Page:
The Discovery Trail tour was opened to the public in 1977. It takes up to two hours, covering just over a mile. There are 686 stair steps in this tour, which is usually recommended for those who do not have health problems or difficulty walking. It descends to the lower level of the cave, 366 feet underground, as well as to the Natural Entrance, about seventy feet below ground at that point, following the streambed of the springs that created the cavern. This tour includes the Rimstone Dams, which create pools along the streambed, and the ethereal Ghost Room with its shimmering white flowstone.
The Wild Cave tour is by reservation only for groups of three to twelve. It provides advanced participants with several hours of climbing, crawling, scaling boulders, wedging under low ceilings, and usually getting dirty as they explore undeveloped parts of the cave. Participants must wear sturdy shoes or hiking boots and are provided with lights, helmets, strong gloves, and kneepads. Participants must be at least ten years old; ten to twelve year olds must tour with a responsible adult.
Great care is taken to preserve BSC’s environmental system so that it might be enjoyed in its natural state for generations to come. The Visitor Information Center has a free twenty-minute-movie, The Amazing World Below, and the exhibit hall. Musician Jimmy Driftwood, a Mountain View native, was instrumental in environmental issues and the preservation of Ozark mountain culture. His music is the backdrop of the introductory film on the caverns.
The exhibit hall highlights the plants and animals who call the caverns their home. Shade-loving mosses and ferns can be found near the cave entrance. Farther back in the caverns, only bacteria, mold, and fungi are able to grow. Salamanders, frogs, and crickets are commonly found at BSC. The Discovery Trail attracts the endangered gray bat and is closed when bats are hibernating. Each winter, up to 150,000 bats hibernate undisturbed in this secluded portion of BSC. In the summer, they disperse to other nesting places in and around Arkansas, eating tons of insects, such as mosquitoes.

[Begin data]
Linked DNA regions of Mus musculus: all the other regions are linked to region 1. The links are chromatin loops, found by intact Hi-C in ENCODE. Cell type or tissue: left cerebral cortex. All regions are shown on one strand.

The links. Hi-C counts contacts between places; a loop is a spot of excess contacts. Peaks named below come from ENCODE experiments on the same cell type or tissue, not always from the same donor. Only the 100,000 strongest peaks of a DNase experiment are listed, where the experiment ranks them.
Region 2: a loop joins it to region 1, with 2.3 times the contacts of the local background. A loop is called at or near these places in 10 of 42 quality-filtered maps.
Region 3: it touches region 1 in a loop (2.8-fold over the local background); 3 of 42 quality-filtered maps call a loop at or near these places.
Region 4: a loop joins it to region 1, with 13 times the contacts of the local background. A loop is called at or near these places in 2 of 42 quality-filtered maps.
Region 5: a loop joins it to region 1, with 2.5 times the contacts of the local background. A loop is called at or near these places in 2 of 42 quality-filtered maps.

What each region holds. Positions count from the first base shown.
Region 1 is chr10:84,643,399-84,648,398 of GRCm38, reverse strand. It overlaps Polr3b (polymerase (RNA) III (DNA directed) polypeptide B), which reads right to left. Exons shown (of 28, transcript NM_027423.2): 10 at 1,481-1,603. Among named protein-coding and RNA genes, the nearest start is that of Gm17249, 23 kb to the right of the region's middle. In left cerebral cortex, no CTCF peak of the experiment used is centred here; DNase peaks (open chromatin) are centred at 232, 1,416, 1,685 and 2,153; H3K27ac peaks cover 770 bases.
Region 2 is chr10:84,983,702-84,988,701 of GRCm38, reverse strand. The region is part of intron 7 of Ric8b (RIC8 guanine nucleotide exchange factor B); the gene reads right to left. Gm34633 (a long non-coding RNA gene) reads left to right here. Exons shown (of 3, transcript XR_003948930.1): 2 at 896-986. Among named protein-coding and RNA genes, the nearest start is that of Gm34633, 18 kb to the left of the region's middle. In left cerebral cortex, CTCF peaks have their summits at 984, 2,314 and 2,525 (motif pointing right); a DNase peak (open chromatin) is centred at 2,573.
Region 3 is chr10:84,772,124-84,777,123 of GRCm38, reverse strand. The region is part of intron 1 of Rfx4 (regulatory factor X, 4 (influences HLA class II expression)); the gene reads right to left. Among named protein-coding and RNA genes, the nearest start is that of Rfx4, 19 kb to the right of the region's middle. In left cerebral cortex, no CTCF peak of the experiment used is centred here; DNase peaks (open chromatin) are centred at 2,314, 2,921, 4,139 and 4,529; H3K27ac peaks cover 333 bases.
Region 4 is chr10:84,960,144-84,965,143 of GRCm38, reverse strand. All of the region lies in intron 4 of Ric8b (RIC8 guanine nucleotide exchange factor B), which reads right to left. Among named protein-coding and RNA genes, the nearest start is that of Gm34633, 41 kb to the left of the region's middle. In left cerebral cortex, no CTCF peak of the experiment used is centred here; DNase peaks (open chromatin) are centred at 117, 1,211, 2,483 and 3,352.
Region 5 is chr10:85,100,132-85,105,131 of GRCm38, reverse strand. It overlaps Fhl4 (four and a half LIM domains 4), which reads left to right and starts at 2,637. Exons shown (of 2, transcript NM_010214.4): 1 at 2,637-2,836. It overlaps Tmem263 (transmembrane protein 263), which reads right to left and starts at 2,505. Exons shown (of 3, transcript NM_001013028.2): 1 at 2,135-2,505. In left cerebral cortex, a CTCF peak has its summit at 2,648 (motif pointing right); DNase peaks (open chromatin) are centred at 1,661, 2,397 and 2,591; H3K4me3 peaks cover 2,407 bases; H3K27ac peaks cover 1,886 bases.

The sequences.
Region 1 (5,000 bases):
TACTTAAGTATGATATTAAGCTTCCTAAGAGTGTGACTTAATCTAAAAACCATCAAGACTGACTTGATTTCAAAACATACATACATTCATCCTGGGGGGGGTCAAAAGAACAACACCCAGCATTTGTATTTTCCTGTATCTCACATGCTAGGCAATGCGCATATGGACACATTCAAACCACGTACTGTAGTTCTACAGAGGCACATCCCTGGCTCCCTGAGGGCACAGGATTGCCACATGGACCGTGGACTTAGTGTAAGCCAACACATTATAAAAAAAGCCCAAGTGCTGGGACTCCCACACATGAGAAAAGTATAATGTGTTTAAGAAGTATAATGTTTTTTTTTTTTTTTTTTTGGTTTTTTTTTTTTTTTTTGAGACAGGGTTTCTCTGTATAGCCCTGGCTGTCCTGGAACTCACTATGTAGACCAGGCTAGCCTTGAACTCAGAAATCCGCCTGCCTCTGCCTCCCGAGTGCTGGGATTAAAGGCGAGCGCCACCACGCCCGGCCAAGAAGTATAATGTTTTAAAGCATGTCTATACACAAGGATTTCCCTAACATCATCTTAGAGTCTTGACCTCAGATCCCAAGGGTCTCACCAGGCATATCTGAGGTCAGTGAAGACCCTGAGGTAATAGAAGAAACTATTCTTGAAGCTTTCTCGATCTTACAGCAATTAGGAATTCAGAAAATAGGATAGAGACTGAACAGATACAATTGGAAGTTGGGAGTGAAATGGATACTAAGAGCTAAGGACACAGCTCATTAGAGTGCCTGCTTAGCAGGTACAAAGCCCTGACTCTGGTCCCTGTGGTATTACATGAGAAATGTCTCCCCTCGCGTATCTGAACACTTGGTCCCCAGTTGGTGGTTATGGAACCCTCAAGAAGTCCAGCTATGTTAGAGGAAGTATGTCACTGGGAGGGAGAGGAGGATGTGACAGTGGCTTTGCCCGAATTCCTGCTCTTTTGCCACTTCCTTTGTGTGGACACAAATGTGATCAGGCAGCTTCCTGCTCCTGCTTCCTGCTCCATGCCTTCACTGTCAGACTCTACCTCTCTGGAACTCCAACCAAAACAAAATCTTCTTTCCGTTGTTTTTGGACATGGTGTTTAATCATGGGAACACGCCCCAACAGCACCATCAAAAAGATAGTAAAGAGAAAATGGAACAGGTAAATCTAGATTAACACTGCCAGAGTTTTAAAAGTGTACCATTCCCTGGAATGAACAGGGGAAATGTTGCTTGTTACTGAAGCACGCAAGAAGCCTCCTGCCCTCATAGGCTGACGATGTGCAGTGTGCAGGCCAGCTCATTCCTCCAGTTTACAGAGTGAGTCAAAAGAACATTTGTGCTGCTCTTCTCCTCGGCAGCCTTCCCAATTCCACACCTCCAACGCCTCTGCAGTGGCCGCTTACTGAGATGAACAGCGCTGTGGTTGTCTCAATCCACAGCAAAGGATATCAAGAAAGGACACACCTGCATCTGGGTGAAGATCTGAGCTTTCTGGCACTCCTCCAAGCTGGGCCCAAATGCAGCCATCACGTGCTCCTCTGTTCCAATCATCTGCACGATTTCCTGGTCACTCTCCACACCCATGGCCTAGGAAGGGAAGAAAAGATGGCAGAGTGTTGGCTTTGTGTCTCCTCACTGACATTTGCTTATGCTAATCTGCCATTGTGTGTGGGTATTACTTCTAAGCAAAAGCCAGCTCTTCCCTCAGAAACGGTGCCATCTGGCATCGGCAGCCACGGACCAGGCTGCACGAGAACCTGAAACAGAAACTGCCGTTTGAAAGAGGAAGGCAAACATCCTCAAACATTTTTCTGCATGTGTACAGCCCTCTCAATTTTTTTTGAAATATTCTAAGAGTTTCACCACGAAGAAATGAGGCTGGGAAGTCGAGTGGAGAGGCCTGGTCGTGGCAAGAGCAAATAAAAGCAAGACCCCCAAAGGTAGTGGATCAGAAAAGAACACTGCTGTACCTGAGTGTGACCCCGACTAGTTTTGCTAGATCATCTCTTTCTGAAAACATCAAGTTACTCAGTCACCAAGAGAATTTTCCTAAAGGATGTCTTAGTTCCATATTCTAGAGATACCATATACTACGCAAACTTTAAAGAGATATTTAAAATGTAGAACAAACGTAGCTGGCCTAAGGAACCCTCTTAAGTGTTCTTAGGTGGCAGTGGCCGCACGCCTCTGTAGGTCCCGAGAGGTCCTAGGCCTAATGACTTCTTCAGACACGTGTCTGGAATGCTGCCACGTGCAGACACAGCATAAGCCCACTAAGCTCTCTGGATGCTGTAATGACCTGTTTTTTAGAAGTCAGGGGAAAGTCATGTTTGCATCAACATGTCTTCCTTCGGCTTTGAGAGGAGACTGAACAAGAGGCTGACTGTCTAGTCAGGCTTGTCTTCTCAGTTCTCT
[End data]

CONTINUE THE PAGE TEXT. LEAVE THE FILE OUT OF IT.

Some animals spend their entire lives in the darkness of the caves, including the Ozark blind salamander, (the first cave-dwelling amphibian found in America), which is native to Blanchard Springs Caverns. BSC even has its own food chain, with bat droppings (called guano), bacteria, mold, and fungi as sources of food for snails and insects which are in turn eaten by crickets, salamanders, and spiders.
There are nearby campgrounds and seasonal programs with the caverns as centerpiece. Blanchard Springs Caverns was almost recruited by the federal government as a fallout shelter during the Cold War, though the plan was abandoned due to air circulation from the outside spanning only twenty-four hours. Thus, BSC does not sport the familiar black-and-yellow Civil Defense sign as some other caves do. Visitors are usually too dazzled by its awesome beauty to notice.
For additional information:
Blanchard Springs Caverns. http://www.blanchardsprings.org/ (accessed July 18, 2018).
Blanchard Springs Caverns. USDA Forest Service. http://www.fs.usda.gov/detail/osfnf/specialplaces/?cid=stelprdb5351305 (accessed July 18, 2018).
Fleming, John. The Blanchard Springs Caverns Story. N.p.: 1973.
Hill, Carol, and Paolo Forti. Cave Minerals of the World. Huntsville, AL: National Speleological Society, 1977
Arkansas State University